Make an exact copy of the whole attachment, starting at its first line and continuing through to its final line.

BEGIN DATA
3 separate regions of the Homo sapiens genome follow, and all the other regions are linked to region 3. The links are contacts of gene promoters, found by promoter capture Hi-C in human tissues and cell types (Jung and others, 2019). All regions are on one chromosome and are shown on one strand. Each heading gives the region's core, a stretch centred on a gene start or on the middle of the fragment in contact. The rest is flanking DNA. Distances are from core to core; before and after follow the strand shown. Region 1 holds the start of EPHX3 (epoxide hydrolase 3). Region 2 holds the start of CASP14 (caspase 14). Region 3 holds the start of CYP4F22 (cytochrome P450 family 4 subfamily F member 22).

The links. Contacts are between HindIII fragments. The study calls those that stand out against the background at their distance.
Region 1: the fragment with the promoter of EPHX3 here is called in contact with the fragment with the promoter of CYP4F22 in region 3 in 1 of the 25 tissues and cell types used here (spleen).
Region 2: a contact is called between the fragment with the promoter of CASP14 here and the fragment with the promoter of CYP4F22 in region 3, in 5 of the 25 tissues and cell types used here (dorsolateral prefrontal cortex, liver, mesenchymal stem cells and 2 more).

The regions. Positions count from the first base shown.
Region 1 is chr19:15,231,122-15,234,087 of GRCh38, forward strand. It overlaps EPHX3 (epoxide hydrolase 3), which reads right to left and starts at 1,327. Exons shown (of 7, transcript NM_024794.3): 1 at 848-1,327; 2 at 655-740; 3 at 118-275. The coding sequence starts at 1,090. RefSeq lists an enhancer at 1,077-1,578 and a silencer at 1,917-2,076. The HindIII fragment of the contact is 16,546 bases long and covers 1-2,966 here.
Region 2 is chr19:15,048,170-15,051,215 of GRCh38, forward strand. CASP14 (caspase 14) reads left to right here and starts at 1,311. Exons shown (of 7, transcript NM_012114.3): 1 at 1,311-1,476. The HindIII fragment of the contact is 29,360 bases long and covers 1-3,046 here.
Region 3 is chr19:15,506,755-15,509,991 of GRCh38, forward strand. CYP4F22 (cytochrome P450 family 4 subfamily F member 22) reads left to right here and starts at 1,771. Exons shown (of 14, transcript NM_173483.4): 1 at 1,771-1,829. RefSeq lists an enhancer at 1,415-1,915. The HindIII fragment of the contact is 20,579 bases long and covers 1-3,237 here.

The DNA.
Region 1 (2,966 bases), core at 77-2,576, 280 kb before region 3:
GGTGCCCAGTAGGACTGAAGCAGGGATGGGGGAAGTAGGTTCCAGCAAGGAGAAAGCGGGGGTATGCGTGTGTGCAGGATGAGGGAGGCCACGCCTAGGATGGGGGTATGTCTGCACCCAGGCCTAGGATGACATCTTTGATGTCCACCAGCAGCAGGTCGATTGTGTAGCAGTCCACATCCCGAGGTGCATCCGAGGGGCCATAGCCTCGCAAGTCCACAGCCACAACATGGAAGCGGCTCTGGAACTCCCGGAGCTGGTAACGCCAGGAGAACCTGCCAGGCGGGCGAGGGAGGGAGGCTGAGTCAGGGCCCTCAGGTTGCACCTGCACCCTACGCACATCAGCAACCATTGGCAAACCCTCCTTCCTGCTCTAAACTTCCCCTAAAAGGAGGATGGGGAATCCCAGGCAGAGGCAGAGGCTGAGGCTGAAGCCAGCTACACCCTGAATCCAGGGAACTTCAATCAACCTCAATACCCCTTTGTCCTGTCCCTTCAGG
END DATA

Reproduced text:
3 separate regions of the Homo sapiens genome follow, and all the other regions are linked to region 3. The links are contacts of gene promoters, found by promoter capture Hi-C in human tissues and cell types (Jung and others, 2019). All regions are on one chromosome and are shown on one strand. Each heading gives the region's core, a stretch centred on a gene start or on the middle of the fragment in contact. The rest is flanking DNA. Distances are from core to core; before and after follow the strand shown. Region 1 holds the start of EPHX3 (epoxide hydrolase 3). Region 2 holds the start of CASP14 (caspase 14). Region 3 holds the start of CYP4F22 (cytochrome P450 family 4 subfamily F member 22).

The links. Contacts are between HindIII fragments. The study calls those that stand out against the background at their distance.
Region 1: the fragment with the promoter of EPHX3 here is called in contact with the fragment with the promoter of CYP4F22 in region 3 in 1 of the 25 tissues and cell types used here (spleen).
Region 2: a contact is called between the fragment with the promoter of CASP14 here and the fragment with the promoter of CYP4F22 in region 3, in 5 of the 25 tissues and cell types used here (dorsolateral prefrontal cortex, liver, mesenchymal stem cells and 2 more).

The regions. Positions count from the first base shown.
Region 1 is chr19:15,231,122-15,234,087 of GRCh38, forward strand. It overlaps EPHX3 (epoxide hydrolase 3), which reads right to left and starts at 1,327. Exons shown (of 7, transcript NM_024794.3): 1 at 848-1,327; 2 at 655-740; 3 at 118-275. The coding sequence starts at 1,090. RefSeq lists an enhancer at 1,077-1,578 and a silencer at 1,917-2,076. The HindIII fragment of the contact is 16,546 bases long and covers 1-2,966 here.
Region 2 is chr19:15,048,170-15,051,215 of GRCh38, forward strand. CASP14 (caspase 14) reads left to right here and starts at 1,311. Exons shown (of 7, transcript NM_012114.3): 1 at 1,311-1,476. The HindIII fragment of the contact is 29,360 bases long and covers 1-3,046 here.
Region 3 is chr19:15,506,755-15,509,991 of GRCh38, forward strand. CYP4F22 (cytochrome P450 family 4 subfamily F member 22) reads left to right here and starts at 1,771. Exons shown (of 14, transcript NM_173483.4): 1 at 1,771-1,829. RefSeq lists an enhancer at 1,415-1,915. The HindIII fragment of the contact is 20,579 bases long and covers 1-3,237 here.

The DNA.
Region 1 (2,966 bases), core at 77-2,576, 280 kb before region 3:
GGTGCCCAGTAGGACTGAAGCAGGGATGGGGGAAGTAGGTTCCAGCAAGGAGAAAGCGGGGGTATGCGTGTGTGCAGGATGAGGGAGGCCACGCCTAGGATGGGGGTATGTCTGCACCCAGGCCTAGGATGACATCTTTGATGTCCACCAGCAGCAGGTCGATTGTGTAGCAGTCCACATCCCGAGGTGCATCCGAGGGGCCATAGCCTCGCAAGTCCACAGCCACAACATGGAAGCGGCTCTGGAACTCCCGGAGCTGGTAACGCCAGGAGAACCTGCCAGGCGGGCGAGGGAGGGAGGCTGAGTCAGGGCCCTCAGGTTGCACCTGCACCCTACGCACATCAGCAACCATTGGCAAACCCTCCTTCCTGCTCTAAACTTCCCCTAAAAGGAGGATGGGGAATCCCAGGCAGAGGCAGAGGCTGAGGCTGAAGCCAGCTACACCCTGAATCCAGGGAACTTCAATCAACCTCAATACCCCTTTGTCCTGTCCCTTCAGG